In this perspective, the virtual museum has its best expression in the version of the “museum of territory” which virtually took out of the museum’s closed walls the original cultural background of an entire territory. The virtual museum can also be considered as “a communicative projection of the real museum” which performs a dual function: educational, as it overlaps linguistical and physical barriers, and promotional, as it is also a tool of cultural exportation [19]. Furthermore, the use of virtual reality and augmented reality technologies may make even more immersive and involving the experience of decoding the information. Just to cite an example of excellence in the most recent virtual museum project, it can be mentioned the Iraq Virtual Museum [8, 9, 20-22], completely accessible from the web, where the most advanced digital visualization techniques have been applied. It was promoted between 2006 and 2007, by the Italian National Research Council and the Italian Ministry of Foreign Affairs, as a concrete action for the cultural development of the Iraqi people through a targeted intervention for recovery of the Baghdad Museum intended as a shared treasure. Closed to the public in 1991, during the first Gulf War, and subjected to severe devastation and looting in 2003, during the turmoil of the second Gulf War, the Museum of Baghdad and its archaeological treasures, which covers 8,000 years of Mesopotamian history, were returned to the community only in February of 2009, thanks to the efforts of many countries.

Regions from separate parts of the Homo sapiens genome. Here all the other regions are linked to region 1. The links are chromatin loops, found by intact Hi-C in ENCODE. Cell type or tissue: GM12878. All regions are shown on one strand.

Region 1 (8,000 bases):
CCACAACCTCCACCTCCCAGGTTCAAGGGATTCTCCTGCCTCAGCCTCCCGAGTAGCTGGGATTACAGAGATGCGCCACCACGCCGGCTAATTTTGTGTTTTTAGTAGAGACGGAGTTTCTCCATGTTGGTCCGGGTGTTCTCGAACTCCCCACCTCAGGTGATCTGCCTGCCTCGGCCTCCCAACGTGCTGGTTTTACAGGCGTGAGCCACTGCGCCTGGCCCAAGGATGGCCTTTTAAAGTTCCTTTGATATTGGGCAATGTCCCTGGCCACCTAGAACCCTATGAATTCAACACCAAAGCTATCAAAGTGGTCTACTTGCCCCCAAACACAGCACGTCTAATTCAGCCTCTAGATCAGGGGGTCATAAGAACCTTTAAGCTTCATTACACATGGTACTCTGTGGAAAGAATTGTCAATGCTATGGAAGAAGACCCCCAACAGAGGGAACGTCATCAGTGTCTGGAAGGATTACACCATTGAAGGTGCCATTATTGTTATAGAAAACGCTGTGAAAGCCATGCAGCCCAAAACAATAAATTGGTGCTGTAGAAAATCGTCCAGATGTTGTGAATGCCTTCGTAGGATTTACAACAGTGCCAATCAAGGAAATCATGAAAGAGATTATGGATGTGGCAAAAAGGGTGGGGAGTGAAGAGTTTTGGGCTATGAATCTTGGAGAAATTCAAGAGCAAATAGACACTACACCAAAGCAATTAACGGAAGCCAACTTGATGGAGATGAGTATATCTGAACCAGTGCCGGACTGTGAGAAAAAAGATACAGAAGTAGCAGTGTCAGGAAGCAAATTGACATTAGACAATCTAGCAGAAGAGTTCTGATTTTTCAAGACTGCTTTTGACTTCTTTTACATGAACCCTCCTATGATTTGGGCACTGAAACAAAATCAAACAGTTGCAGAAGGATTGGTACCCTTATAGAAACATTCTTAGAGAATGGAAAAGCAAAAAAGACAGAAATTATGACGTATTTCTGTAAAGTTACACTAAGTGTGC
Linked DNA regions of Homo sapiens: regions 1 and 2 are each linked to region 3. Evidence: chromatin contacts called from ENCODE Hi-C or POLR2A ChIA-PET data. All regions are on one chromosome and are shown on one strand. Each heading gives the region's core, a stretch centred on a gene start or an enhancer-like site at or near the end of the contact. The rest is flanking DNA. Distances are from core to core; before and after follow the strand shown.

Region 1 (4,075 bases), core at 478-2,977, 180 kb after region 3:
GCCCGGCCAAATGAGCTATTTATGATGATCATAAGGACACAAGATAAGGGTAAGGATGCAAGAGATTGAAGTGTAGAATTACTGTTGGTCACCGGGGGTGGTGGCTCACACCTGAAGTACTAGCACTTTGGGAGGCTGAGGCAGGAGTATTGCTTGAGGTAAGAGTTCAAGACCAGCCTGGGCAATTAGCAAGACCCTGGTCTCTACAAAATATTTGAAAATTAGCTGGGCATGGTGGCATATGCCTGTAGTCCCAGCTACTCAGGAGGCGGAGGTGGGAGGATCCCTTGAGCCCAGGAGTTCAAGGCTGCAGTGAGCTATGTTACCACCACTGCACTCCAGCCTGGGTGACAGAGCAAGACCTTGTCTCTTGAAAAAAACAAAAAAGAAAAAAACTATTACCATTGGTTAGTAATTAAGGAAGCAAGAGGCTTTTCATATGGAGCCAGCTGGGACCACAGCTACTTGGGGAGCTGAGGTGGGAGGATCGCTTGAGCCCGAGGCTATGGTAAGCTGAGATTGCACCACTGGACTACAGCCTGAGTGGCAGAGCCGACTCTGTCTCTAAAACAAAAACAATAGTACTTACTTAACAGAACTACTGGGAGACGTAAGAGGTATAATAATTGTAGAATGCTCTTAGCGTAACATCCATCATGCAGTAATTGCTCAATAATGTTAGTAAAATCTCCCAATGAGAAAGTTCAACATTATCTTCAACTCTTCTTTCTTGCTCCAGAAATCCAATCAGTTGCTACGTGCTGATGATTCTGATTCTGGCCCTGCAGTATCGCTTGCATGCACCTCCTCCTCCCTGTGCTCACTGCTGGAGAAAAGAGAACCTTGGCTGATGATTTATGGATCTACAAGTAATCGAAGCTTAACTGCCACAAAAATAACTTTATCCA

3D Modeling as a Cognitive Tool